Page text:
Scanning Life: Biodiversity Photo Gallery
If you turn on a light at night in the mountains of Papua New Guinea, says Paul Hebert, you will collect some 2,000 species of moth. Moving up the mountain a bit will net you a different but equally daunting crowd. As a young postdoc in the 1970s, Hebert, now an evolutionary biologist at the University of Guelph in Ontario, spent five years trying to make sense of that fluttering confusion, before finally deciding it was beyond his or any human’s capacity. For two decades after that he retreated to water fleas, of which there are only 200 species. Then in 2003 he did something new. In a paper that year he began by describing the diversity of life as a “harsh burden” for biologists, and proceeded to suggest some relief: Every species on Earth could be assigned a simple DNA bar code, Hebert wrote, so it would be easy to tell them apart.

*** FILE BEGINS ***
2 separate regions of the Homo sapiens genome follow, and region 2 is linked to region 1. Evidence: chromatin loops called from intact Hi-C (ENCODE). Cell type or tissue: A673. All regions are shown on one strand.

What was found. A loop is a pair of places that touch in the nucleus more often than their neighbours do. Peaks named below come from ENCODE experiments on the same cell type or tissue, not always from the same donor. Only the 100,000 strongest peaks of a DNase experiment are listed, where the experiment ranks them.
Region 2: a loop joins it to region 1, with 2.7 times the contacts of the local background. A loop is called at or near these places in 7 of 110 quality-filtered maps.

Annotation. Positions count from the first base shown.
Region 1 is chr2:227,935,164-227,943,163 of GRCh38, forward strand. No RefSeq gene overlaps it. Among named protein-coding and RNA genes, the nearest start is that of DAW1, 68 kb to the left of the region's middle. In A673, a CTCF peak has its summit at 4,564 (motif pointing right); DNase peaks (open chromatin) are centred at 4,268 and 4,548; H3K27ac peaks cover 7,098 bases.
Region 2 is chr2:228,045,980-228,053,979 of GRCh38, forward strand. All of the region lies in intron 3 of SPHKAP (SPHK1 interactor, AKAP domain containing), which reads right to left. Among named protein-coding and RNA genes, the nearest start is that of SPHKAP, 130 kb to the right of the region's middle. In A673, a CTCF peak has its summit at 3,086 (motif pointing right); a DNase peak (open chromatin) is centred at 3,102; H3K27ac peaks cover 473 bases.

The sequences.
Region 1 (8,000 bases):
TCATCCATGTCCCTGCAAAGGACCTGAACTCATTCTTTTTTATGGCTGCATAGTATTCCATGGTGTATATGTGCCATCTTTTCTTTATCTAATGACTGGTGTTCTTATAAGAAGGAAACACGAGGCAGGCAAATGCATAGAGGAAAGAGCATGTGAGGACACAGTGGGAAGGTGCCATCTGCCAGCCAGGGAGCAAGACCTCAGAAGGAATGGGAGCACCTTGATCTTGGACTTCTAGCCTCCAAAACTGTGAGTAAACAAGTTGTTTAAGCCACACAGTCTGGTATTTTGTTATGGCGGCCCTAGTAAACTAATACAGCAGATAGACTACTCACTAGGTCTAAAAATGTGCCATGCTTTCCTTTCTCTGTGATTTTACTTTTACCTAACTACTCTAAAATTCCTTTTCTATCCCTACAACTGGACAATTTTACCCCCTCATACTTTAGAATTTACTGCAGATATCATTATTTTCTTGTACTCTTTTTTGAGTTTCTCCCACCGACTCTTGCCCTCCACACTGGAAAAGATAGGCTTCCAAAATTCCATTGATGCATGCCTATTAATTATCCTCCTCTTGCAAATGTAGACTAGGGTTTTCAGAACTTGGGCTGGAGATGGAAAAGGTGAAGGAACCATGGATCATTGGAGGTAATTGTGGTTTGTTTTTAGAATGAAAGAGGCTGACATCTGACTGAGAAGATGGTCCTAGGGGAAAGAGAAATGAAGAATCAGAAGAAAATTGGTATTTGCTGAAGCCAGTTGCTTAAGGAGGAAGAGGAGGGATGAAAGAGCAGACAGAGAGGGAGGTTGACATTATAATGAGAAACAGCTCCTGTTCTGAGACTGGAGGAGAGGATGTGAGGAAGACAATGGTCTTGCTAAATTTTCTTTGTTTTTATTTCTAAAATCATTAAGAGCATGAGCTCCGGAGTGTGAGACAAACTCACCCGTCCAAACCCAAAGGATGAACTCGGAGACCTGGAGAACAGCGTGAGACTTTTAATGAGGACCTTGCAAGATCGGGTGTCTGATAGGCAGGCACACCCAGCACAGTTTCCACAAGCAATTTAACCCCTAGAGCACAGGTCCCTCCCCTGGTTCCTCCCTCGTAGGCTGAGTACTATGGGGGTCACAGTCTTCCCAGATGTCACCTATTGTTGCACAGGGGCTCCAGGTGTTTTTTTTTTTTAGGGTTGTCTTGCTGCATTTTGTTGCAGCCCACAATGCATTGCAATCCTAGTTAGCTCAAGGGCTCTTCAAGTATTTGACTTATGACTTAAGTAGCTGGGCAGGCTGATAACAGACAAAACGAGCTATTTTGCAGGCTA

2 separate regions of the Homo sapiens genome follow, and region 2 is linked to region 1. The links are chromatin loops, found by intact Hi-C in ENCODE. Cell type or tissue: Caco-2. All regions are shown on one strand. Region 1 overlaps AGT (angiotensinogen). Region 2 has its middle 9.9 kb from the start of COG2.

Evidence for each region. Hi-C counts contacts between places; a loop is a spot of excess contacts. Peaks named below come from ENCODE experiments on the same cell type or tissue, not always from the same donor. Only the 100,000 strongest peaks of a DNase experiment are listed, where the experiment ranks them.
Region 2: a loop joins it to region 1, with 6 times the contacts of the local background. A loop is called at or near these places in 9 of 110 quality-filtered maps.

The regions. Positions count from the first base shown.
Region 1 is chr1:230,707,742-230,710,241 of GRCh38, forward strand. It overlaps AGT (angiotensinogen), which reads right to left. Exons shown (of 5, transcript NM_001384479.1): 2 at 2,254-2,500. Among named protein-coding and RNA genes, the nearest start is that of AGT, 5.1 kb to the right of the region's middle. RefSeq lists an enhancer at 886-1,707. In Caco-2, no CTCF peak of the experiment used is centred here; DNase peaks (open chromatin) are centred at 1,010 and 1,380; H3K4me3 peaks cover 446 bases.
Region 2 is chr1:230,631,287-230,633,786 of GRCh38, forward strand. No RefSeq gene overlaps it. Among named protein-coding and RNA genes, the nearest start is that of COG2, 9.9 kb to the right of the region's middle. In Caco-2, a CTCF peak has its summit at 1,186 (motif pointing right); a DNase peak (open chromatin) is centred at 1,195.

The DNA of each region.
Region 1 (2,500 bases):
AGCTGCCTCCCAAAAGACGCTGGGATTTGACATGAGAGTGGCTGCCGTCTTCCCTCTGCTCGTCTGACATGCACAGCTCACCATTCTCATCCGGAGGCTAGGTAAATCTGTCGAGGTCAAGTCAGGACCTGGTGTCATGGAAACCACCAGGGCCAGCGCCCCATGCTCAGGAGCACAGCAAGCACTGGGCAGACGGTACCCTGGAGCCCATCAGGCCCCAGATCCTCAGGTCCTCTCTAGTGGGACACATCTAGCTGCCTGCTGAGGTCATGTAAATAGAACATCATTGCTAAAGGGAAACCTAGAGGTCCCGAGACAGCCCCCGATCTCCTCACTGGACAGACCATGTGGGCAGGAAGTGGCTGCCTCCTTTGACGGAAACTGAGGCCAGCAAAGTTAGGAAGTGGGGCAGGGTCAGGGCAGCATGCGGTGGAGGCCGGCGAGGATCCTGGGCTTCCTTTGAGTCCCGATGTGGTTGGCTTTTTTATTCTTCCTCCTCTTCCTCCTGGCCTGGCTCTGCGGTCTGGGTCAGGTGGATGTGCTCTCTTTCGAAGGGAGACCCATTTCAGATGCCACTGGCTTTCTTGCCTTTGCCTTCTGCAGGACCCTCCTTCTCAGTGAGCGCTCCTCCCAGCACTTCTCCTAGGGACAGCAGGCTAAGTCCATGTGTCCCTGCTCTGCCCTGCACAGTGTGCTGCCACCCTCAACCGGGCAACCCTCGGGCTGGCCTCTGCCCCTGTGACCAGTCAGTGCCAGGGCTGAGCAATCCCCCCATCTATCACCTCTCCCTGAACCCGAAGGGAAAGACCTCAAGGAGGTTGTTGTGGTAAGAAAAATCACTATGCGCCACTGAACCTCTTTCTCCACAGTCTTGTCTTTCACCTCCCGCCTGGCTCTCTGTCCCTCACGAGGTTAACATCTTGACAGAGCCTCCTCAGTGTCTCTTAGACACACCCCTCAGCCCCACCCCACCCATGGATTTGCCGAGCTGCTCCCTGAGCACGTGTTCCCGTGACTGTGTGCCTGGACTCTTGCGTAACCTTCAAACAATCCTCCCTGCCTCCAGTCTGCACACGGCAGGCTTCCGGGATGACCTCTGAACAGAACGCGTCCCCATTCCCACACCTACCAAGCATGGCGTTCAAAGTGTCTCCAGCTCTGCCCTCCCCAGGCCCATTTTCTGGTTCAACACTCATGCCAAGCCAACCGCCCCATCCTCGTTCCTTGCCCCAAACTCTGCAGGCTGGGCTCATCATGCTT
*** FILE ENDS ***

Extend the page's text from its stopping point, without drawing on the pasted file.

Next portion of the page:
The bar code Hebert suggested is part of a gene called CO1, which helps produce the energy-carrying molecule ATP. CO1 is so essential that every multicellular organism has it. But there is enough variation in its sequence—each of the 600-odd spots in the bar code region can be filled by any of four different DNA bases—that two species rarely have the exact same one. Such differences in a gene are readily scanned by machine even when the animals themselves might confound an expert; Hebert’s group is now sequencing a thousand specimens a day. They’ve bar coded nearly 40,000 species of moth and butterfly already. The technique has commercial as well as scientific promise. Mislabeling of fish on menus is rampant, it turns out.